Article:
The Inheritance of Loss by Kiran Desai, the India-born author, has been named as one of the 19 works of fiction long-listed for this year's prestigious Man Booker prize.
The judging panel for the 2006 Man Booker Prize for Fiction this week announced the long-list chosen from 112 entries.
While Indian authors, including Salman Rushdie and Arundhati Roy, have won the literary prize before, this is the first nomination for Desai whose earlier work Hullabaloo in the Guava Orchard too had raised high expectations.
Desai's book, based on the contemporary theme of displacement, will compete with the likes of Peter Carey (
Theft: A Love Story
), who has won the prize twice for
Oscar and Lucinda
The True History of the Kelly Gang
|Indian-born author Kiran Desai on Man Booker list|
Also on the long-list is Nadine Gordimer (Get a Life), the South African author who received the Nobel Prize for literature in 1991, and Robert Edric (Gathering the Water), who was long-listed for the Man Booker Prize in 2002 for Peacetime.
Then there is Jon McGregor (So Many Ways to Begin) who was long-listed for the 2002 Man Booker.
Commented Hermione Lee, chair of judges: "We have many regrets about some of the novels we've left off, and we could easily have had a long-list of about 30 books, but we're delighted with the variety, the originality, the drama and craft, the human interest and the strong voices in this long-list.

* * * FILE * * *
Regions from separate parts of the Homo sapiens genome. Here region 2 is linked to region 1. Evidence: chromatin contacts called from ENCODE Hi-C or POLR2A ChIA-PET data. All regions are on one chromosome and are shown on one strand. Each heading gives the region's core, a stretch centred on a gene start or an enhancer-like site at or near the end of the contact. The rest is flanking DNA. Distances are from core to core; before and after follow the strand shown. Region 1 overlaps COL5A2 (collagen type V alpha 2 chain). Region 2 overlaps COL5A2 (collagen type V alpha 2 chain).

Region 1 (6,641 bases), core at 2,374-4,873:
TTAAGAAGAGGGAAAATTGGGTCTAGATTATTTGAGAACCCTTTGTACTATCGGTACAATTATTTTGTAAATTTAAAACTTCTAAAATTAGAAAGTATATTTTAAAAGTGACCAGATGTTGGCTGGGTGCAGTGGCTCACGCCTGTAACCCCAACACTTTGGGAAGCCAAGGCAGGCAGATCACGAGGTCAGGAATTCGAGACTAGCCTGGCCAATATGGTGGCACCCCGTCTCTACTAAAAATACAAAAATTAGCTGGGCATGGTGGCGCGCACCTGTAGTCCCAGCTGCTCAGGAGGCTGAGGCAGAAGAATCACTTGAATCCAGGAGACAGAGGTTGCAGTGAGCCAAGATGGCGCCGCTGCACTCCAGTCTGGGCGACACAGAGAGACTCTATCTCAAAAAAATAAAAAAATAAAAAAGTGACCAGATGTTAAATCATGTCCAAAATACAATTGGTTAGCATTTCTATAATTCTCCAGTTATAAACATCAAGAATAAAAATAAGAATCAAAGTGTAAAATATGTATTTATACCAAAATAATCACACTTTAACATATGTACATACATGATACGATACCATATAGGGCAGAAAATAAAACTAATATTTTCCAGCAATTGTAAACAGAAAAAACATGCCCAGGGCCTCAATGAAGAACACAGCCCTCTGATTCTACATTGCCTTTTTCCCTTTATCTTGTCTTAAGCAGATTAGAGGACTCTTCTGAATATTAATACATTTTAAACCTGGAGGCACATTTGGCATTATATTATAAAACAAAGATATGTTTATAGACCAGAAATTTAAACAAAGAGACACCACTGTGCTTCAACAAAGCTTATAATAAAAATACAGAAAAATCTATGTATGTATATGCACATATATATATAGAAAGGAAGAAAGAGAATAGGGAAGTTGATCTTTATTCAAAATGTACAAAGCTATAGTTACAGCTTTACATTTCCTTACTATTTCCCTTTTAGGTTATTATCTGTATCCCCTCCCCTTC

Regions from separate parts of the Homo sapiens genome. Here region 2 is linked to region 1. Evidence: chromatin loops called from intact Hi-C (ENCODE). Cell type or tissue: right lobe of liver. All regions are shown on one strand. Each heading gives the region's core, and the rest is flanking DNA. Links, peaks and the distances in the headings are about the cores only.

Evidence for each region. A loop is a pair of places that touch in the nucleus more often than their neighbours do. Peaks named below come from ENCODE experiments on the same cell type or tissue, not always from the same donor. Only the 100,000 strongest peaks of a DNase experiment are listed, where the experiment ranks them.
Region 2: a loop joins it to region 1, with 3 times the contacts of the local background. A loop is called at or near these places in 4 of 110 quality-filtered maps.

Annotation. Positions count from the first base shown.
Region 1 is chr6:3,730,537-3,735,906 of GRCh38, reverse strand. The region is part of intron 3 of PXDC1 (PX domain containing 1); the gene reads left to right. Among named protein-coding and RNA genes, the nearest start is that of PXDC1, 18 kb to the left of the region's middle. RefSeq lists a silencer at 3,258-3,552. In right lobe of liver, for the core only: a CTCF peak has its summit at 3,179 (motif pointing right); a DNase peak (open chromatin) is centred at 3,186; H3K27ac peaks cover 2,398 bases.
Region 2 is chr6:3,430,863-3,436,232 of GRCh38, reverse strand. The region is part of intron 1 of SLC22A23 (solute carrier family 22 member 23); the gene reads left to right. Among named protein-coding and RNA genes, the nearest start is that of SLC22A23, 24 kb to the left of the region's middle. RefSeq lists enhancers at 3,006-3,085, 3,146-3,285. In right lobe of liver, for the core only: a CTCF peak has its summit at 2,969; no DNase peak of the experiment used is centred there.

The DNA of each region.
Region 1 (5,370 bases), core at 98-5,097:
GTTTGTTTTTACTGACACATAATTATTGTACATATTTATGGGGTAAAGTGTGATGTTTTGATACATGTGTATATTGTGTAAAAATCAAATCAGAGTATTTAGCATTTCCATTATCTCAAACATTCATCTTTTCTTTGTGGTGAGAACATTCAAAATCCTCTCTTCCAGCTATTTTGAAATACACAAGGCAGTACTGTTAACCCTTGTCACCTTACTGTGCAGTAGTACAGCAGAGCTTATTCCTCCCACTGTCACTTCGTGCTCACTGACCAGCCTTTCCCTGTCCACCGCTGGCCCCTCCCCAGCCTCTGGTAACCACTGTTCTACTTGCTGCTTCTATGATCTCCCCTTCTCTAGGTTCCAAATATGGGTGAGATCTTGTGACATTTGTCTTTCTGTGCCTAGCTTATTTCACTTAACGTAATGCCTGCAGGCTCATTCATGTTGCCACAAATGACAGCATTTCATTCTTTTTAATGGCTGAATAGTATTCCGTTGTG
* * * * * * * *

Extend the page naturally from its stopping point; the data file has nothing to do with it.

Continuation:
"It's a list in which famous established novelists rub shoulders with little known newcomers. We hope that people will leap at it for their late summer reading and make up their own shortlist," a Man Booker release quoted Lee as saying.
The judging panel for the prize also includes Simon Armitage, poet and novelist, Candia McWilliam, award-winning novelist, Anthony Quinn, critic, and Fiona Shaw, actor.
The 2006 shortlist will be announced on September 14 while the winner will be announced on October 10 at an awards ceremony at Guildhall, London.
The winner receives £50,000 whereas the six shortlisted authors each receive a cheque for £2,500.
The Booker Prize for Fiction was originally set up by Booker Plc in 1969 to "reward merit, raise the stature of the author in the eyes of the public and encourage an interest in contemporary quality fiction".
In April 2002, it was announced that Man Group Plc had been chosen by the Booker Prize Foundation as the new sponsor of the Booker Prize. This sponsorship has now been extended by five years.